For everyone Kicking goals
There are two key assumptions underlying education. The first is that the people we work for have a plan. Whether it is our team leaders, our principals, the VCAA or the Department of Education, we like to believe our work is part of something bigger. Even my students seem to have faith (often misguided) that I have everything worked out ahead of time.
The second assumption is that the people who work for us can’t be trusted, and this leaves me obligated to constantly monitor my students’ progress – just as I am monitored by those above me, less the system’s gears grind to a halt.
In the modern business nomenclature, this process is called ‘cascading goals’, made possible by the yearly ritual of goal-setting – a euphemism stolen from sports leaders who at least didn’t pretend they weren’t just playing games.
These goals must be specific, timely, realistic, achievable and measurable. Otherwise, they will only cause extreme anxiety for our managers or leaders, who would be left with no way of measuring a teacher’s application of high impact teaching strategies (HITS). This, in turn, would leave principals with no way to show that their annual implementation plan (AIP) is on track – and then how would DET know if the Framework for Improving Student Outcomes (FISO) was even working? God only knows what this would do to NAPLAN results!
What exactly is ‘winning’ in the context of education, anyway?
And so, in this and many other ways, our time is diverted away from teaching and assessment and into the more important task of composing what can best be described as corporate poetry. We finalise these odes to efficiency with end-of-year reflections; narratives of our inevitable ‘goal delivery’ to accompany our statistics, which show just enough ‘wins’ not to appear too successful.
But what if it’s all meaningless and we are focusing on the wrong thing entirely?
In their bestselling 2019 book, Nine Lies About Work: A Freethinking Leader’s Guide to the Real World, authors Marcus Buckingham and Ashley Goodall list this goal-oriented system as their ‘number 3 lie’. There is no research, they found, to support the assumption that cascading goals have any positive effect. Indeed, from big multinationals to small government agencies, the only thing goal-setting does is distract employees from what they really should be setting: values.
Goals keep us navel-gazing as we turn the gears, but values make us question what the machine is for. This kind of talk has fallen out of fashion in a world where we are all a bit embarrassed by such utopian thoughts. We scroll past the ‘vision and values’ on our school’s website and get on with the job of implementing our piece of the subdivided plan. Doing so makes us ‘team players’ with the obvious implication that only good teams win.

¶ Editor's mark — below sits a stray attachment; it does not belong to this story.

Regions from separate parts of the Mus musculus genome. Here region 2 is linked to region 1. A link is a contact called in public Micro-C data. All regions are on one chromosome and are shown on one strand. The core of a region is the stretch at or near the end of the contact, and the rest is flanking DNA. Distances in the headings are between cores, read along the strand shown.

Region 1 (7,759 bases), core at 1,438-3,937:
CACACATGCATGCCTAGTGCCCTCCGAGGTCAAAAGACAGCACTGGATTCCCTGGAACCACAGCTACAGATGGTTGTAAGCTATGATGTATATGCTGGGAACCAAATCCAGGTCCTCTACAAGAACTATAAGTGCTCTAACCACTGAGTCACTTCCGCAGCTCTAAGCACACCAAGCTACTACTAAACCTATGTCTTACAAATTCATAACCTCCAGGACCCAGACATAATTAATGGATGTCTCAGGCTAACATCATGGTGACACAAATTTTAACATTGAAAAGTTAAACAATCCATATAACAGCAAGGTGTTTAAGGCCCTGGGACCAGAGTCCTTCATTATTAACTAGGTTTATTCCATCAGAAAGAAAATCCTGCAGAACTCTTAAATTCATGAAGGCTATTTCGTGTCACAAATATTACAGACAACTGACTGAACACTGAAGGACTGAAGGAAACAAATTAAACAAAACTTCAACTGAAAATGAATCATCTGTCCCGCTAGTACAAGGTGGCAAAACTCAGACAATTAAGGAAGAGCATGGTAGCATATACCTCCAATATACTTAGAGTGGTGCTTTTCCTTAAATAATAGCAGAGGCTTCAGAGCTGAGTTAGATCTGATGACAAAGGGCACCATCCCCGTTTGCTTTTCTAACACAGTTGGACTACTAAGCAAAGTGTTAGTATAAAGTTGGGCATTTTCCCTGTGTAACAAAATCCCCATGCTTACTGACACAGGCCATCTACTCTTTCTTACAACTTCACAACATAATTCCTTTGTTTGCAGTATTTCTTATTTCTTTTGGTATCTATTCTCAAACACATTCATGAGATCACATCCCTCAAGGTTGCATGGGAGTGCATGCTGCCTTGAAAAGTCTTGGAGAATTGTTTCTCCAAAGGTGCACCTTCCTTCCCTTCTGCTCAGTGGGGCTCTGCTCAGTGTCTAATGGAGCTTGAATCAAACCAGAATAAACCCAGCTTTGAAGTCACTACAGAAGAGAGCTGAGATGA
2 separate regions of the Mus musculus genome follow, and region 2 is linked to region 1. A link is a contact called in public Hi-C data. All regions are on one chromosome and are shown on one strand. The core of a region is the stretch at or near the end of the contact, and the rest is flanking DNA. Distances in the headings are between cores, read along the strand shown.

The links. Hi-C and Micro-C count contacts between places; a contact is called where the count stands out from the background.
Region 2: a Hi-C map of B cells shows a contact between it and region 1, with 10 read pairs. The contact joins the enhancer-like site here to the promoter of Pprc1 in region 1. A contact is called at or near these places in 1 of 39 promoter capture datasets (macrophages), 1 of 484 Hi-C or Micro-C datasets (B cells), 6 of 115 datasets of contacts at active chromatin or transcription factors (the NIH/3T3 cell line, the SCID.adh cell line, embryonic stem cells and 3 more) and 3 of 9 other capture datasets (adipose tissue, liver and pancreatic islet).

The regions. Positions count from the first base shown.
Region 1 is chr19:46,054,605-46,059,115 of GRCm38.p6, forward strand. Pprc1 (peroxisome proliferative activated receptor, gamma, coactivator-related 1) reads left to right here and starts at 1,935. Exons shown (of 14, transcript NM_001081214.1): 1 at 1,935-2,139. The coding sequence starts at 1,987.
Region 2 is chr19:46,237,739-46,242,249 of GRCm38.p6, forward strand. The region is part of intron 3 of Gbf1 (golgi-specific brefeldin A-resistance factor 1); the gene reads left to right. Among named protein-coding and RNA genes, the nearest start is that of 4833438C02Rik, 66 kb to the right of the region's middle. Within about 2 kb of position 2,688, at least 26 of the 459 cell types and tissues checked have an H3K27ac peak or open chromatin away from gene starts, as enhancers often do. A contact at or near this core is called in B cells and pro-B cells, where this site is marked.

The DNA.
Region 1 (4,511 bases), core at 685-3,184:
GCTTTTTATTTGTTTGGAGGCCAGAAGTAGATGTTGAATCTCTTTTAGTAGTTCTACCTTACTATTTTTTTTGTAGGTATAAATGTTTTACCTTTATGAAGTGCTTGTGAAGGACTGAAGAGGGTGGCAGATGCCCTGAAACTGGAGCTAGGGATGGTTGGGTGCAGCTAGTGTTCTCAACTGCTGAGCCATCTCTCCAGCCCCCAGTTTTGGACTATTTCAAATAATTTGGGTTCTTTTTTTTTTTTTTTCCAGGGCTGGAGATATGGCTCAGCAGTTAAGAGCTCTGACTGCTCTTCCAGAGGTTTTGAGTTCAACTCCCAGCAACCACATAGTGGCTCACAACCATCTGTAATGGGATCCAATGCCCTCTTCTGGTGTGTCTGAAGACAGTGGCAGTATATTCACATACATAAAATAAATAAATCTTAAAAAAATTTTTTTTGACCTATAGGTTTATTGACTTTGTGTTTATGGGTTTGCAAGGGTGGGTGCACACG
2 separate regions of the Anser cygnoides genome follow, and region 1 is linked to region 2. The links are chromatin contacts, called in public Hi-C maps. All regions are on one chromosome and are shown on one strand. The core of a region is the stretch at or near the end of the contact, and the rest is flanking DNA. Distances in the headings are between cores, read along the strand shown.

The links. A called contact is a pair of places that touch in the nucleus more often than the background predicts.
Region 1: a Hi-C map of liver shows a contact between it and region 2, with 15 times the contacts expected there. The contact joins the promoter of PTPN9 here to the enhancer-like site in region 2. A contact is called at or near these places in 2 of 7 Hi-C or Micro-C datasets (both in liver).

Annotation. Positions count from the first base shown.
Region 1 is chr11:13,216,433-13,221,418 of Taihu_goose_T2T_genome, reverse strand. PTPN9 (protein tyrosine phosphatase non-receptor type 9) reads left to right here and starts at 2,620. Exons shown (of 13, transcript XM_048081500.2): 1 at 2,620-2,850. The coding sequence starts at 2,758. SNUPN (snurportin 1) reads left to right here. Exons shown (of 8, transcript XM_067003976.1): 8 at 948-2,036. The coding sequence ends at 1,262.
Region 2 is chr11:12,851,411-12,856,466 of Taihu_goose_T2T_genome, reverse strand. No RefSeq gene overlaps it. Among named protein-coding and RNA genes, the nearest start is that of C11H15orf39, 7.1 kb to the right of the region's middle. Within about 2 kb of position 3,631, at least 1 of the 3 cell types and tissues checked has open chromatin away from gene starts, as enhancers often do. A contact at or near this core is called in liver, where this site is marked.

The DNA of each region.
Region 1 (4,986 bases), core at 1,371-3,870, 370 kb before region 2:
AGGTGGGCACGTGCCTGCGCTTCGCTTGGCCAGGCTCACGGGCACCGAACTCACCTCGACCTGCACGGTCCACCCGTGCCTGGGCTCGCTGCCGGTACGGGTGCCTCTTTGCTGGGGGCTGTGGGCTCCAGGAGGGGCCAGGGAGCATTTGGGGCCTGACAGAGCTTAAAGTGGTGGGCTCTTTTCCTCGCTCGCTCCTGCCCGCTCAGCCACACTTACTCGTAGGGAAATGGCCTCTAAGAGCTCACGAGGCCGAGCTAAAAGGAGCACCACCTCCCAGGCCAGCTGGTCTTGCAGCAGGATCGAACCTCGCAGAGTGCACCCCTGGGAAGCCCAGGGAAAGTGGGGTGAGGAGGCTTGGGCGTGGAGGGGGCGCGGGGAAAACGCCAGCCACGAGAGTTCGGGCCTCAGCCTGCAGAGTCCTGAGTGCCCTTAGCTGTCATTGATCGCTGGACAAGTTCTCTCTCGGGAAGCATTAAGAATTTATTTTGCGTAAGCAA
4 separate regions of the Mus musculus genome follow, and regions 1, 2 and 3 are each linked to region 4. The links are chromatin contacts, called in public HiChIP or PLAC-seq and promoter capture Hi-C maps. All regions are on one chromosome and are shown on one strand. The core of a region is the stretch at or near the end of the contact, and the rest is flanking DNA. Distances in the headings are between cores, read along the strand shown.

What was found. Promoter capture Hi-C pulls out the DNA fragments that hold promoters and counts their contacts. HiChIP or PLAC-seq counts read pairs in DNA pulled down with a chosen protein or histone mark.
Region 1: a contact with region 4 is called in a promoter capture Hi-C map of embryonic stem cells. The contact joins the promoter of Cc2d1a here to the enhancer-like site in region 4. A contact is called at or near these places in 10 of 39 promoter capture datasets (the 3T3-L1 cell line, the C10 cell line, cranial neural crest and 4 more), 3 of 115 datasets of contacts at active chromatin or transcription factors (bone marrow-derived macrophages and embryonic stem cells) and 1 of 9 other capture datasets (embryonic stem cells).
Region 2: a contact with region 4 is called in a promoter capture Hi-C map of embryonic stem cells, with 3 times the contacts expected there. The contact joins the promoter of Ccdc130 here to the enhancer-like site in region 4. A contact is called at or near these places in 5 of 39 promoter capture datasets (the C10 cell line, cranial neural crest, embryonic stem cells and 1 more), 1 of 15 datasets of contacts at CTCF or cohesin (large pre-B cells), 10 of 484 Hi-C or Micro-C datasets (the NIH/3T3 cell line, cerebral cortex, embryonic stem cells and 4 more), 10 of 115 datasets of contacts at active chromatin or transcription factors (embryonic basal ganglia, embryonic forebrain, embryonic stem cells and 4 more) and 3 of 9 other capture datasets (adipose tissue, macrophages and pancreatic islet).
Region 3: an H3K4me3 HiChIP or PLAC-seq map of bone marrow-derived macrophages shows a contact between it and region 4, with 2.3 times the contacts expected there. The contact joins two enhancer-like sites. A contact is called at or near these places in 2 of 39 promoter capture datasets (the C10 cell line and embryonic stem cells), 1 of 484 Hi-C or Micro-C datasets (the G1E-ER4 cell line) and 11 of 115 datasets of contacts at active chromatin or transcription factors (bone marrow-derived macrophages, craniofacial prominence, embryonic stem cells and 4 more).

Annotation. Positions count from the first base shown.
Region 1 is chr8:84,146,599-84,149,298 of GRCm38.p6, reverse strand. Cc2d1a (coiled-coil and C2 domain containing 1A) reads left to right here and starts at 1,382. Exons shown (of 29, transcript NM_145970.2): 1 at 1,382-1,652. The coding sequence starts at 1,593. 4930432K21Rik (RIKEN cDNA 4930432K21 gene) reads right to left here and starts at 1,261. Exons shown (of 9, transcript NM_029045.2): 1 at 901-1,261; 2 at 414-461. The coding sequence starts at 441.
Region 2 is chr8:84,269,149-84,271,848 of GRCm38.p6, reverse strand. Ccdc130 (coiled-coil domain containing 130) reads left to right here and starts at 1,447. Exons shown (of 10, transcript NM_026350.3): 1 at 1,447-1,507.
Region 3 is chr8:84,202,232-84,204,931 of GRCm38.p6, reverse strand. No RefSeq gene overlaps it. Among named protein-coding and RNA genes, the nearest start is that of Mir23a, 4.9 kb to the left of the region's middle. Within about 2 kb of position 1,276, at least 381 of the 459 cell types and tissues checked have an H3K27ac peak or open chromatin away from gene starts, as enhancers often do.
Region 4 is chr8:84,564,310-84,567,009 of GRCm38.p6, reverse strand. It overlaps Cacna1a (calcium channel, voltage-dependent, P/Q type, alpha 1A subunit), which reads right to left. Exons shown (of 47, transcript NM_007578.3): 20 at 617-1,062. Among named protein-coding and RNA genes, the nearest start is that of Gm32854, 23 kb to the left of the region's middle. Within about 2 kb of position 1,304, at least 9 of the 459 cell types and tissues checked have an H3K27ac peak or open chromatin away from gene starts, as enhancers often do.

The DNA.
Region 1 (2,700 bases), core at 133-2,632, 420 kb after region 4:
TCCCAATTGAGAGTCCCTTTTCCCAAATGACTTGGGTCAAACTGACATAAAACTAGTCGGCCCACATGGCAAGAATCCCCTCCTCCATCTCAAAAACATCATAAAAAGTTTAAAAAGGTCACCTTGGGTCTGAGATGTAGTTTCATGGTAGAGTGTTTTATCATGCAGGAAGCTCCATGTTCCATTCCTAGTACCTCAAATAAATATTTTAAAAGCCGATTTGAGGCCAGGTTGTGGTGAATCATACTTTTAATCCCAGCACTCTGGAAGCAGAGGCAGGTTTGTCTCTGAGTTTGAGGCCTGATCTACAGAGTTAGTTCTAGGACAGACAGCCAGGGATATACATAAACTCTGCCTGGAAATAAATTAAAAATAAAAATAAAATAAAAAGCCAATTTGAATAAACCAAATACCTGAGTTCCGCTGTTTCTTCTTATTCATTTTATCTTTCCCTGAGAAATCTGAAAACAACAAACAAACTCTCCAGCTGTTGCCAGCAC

But schools are not ball games – and what exactly is ‘winning’ in the context of education, anyway?
If we don’t know why we’re doing something – beyond achieving ‘better results’ – how can we expect our students to know?
It seems like a simple question whose answer should come from above. But this is exactly what’s missing in most school meetings and hard to find in the latest DET policy or updated study design. It is also often absent in our classes. If we don’t know why we’re doing something – beyond achieving ‘better results’ – how can we expect our students to know?
In my own classes, I’ve found that these discussions are exactly what students are hungry for. Instead of shutting down the inevitable ‘what is the point of this?’ attack, I try to give an answer – and if it is one I truly value, then that magical moment of engagement happens, and we are back on track. If I can’t find an answer, it usually means I need to change my plan.
We keep telling students that the future is changing, but we don’t give them the skills to change it, only the tools to measure their success once they get there.
If we started to think beyond result graphs and rankings, then it might be possible to have conversations like this in all schools. And if that happens, then goals, ‘smart’ or otherwise, would become as irrelevant as how many words per minute a teacher types or the number of students per day they speak to, because we would again be heading someplace meaningful.
We might even trust each other enough to get there any way we want to. Now that is a goal worth setting.